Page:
This paper presents a discussion regarding audience commodities. An analysis of the relationship between the media producers, audience measurement companies, and advertisers in regard to the preferred topic would also be covered. Audience commodity is the service given by a certain clientele who have the willingness and ability to purchase some product (Caplin & Schotter, 2008). Producers of some goods or services would be keen to enhance their sales volume. The main reason for production operations is to attain the optimal sales volume. Various marketing strategies are employed to enhance the sales of an organization.
Multiple channels can be employed to market products. One of the notable channels is the use of the broadcast media. Television and radio media offers an appropriate channel to market (Caplin & Schotter, 2008). The main reason for this lies in their larger share of the market base that they control. The discussion in this paper concentrates on the relation among media producers, the audience measurement companies, and the advertisers. The notable media producers, in this case, are those for the radio and television. They engage in the business of offering the services of advertising for a determined fee. Their investment is in infrastructure for offering the services of advertising.
Audience Measurement Companies are research firms that engage in conducting research to determine the popularity of a media channel (Nagalingam, 2010). They also conduct research regarding some advertising technique used by some channel to determine customer satisfaction. The work of these firms is no doubt relevant to many including media companies and the advertisers. Correct information regarding the influence of some media channel would guide the advertisers to make a sound decision before embarking on the choice of the media to be used.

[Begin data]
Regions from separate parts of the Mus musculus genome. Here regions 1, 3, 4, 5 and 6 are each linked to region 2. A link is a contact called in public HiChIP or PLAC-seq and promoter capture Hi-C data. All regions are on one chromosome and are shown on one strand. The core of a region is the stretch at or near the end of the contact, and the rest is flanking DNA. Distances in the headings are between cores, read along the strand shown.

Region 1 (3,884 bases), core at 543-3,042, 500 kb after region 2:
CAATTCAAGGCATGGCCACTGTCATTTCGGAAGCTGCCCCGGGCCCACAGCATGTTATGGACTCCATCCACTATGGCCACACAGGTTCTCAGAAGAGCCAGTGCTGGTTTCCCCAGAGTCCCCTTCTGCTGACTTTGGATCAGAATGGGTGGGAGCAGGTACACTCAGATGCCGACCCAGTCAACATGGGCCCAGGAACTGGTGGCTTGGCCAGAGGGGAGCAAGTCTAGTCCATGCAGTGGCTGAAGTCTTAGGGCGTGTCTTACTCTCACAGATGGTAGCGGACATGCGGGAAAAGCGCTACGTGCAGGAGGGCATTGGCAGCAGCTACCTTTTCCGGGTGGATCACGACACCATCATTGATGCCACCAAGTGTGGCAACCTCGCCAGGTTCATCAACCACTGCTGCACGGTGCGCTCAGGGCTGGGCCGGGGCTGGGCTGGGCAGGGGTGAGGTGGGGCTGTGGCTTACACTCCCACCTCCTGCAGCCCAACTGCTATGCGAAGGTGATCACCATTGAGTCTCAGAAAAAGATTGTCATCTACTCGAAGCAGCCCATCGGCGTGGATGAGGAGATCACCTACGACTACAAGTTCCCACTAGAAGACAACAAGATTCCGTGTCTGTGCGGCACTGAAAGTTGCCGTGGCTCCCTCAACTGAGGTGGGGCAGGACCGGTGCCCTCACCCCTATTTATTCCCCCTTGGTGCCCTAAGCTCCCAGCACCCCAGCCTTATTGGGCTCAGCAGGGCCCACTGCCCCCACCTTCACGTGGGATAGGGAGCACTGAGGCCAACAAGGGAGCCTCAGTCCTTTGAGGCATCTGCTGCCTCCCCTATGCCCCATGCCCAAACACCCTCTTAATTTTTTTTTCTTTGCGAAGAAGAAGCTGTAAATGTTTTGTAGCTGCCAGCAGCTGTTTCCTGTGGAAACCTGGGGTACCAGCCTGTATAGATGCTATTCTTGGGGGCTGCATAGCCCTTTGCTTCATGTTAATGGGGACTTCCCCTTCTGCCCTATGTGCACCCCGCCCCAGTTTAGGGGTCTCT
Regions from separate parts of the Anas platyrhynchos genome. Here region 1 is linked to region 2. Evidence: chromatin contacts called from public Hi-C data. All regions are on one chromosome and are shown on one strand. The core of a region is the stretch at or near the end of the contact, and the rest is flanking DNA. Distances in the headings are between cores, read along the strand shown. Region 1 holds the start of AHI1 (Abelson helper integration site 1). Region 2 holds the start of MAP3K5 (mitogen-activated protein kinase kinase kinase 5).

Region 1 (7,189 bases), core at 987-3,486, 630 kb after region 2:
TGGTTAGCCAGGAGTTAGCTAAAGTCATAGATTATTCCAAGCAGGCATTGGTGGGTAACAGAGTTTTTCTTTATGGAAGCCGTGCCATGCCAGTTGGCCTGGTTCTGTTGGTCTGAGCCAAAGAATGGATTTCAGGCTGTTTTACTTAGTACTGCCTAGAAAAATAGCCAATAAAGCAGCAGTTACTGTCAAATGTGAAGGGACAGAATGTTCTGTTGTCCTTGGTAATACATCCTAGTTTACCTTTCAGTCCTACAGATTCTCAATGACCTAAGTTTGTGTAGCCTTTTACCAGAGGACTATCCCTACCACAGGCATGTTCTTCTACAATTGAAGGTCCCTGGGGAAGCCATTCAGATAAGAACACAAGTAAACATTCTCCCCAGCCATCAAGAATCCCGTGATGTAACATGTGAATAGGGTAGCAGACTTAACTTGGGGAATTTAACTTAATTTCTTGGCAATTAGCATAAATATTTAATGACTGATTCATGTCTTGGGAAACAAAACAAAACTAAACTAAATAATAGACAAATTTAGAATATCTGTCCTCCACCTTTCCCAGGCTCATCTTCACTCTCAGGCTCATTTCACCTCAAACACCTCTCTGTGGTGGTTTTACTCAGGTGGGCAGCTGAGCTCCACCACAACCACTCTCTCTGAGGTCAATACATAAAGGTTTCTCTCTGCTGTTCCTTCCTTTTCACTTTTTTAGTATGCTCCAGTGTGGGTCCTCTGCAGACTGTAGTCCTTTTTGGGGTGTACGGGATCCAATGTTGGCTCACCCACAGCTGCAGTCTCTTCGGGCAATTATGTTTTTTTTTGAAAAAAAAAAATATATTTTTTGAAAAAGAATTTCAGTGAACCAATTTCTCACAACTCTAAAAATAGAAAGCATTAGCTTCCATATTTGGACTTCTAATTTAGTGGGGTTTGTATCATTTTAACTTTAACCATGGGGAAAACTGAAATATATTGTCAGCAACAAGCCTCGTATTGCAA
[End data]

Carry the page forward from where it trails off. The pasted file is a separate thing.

The Audience Measurement Companies also provide important information to the media companies or producers. In case results from the market research regarding the popularity of the media producers show a strong command of the market, the subject company would be informed (Caplin & Schotter, 2008). Such information would guide them as they enter into other marketing deals with other parties. Appropriate and strategic measures can also be put in place to ensure sustenance of the impressive performance.
Advertisers constitute those companies who are desirous to have their products marketed through certain media channels. The aim is to attain a substantial or optimal market share. This group’s aim is to inform the willing and able clients of the availability of their products in the market. The contents, prices, terms regarding the products are to be presented through advertising. The result is expected yield more sales to the company. Any reasonable and rational advertiser would be interested in a media channel or producer who commands the largest market share (Nagalingam, 2010). By utilizing the services of the market leader in media advertising, the biggest market share would be informed of the availability of the products. Such would augur well for the sales volume of the products.
From the foregoing discussion, there exists a strong relationship amongst the three parties in relation to audience commodity. Media producers offer their services in marketing and advertising. They would strive to perform well for them to attract a large client base. Their clients would be advertisers. These organizations manufacture, process or sell certain products. Their aim is to inform clients of the availability of the products for sale. The ultimate goal is to enhance sales volume. The last party to this business is the Audience Measurement Companies. Their role is equally imperative. They provide crucial information to the other two parties. To the media producers, they are informed on their level of market competitiveness (Nagalingam, 2010). The advertisers are also informed on the performance of the media producers for their evaluation before resorting to some channel for advertising.
Caplin, A., & Schotter, A. (2008). The foundations of positive and normative economics.
Oxford University Press.
Nagalingam, V. (2010). CIM justification and optimization. London: Taylor & Francis.